Light Duty Job

Tell your employer you're interested in light-duty work.

Employer talking to employee

Many times, an employer can find a different job you can do with your medical restrictions, while you recover.

Tell your employer we will reimburse them 50% of your base wage, as well as expenses such as training and tools related to the light-duty job. See more on eligibility at

Questions workers have

What are some examples of light-duty work?
  • Working shorter hours.
  • Performing transitional work. For example, performing some of your original duties, or different duties with lighter physical demands.
  • Performing a different job temporarily.
  • Working in a modified job. For example, making adjustments to the job or work site to meet your physical limitations, or providing tools, equipment or appliances that allow you to work while recovering.
Do I have to accept any job my employer offers me?

If your employer offers you a job that your doctor approves and you choose not to accept it, you won't be eligible to receive time-loss compensation. However, you aren't required to accept any job that would exceed the restrictions set by your doctor. Any disputes regarding job offers will be decided by your L&I Claim Manager or the Vocational Services Specialist in Self-Insurance.

What if I don't earn as much money doing a light-duty or reduced-hours job?

You may apply for Loss of Earning Power benefits through L&I, or your employer if it's self-insured (find out if your employer is self-insured). Loss of Earning Power benefits may help supplement your salary while you are working if you meet both of the following criteria:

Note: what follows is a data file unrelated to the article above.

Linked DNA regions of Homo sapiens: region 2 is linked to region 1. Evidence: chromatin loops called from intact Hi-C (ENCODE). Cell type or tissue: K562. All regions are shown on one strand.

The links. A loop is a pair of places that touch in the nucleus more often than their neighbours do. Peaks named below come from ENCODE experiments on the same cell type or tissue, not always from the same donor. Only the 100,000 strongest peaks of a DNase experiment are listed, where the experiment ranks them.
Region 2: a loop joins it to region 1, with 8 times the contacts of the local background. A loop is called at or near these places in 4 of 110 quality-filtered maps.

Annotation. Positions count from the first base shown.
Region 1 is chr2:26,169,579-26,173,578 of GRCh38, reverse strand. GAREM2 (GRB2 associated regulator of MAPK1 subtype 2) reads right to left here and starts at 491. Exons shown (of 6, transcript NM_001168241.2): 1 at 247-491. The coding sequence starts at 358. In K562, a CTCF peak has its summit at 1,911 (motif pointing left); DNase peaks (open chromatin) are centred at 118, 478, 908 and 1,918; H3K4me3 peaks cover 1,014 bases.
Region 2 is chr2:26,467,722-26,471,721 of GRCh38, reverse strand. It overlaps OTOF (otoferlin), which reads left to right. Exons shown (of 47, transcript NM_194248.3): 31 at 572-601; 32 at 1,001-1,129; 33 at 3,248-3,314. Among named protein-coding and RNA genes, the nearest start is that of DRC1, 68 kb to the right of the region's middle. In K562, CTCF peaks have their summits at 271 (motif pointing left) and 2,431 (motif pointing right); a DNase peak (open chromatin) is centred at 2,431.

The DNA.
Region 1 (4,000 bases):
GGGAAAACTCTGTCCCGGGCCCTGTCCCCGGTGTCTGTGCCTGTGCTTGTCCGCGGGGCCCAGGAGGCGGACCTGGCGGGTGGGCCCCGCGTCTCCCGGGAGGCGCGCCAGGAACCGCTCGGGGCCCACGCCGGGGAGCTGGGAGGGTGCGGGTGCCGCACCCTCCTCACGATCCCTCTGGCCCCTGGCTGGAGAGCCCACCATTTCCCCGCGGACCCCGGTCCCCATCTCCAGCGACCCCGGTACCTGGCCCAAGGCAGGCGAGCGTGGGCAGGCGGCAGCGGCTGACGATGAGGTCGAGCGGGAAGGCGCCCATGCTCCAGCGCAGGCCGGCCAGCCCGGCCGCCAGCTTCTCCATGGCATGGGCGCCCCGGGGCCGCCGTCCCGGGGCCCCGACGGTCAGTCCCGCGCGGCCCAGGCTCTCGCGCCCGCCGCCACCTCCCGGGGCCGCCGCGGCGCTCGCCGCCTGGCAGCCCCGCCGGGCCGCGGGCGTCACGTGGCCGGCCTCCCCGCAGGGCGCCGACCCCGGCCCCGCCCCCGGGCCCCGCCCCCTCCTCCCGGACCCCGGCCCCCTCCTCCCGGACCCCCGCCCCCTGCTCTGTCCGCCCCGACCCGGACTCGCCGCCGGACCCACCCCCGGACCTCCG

• Your claim is still open.
  • Your salary has dropped by more than 5%.
Why would my employer care if I returned quickly to work?
  • As an experienced employee, you are valuable to your employer.
  • They can be reimbursed for 50% of your base wage if they can find you a medically approved light-duty job. L&I will also pay for expenses such as training and tools relate to the light-duty job. For details, see
  • Employers benefit when the cost of your claim is lower, because it means their workers' compensation rates won't increase as much.
Will I lose my medical benefits if I return to work?

No. You can continue to receive treatment for your industrial injury until your doctor certifies that your treatment is completed.

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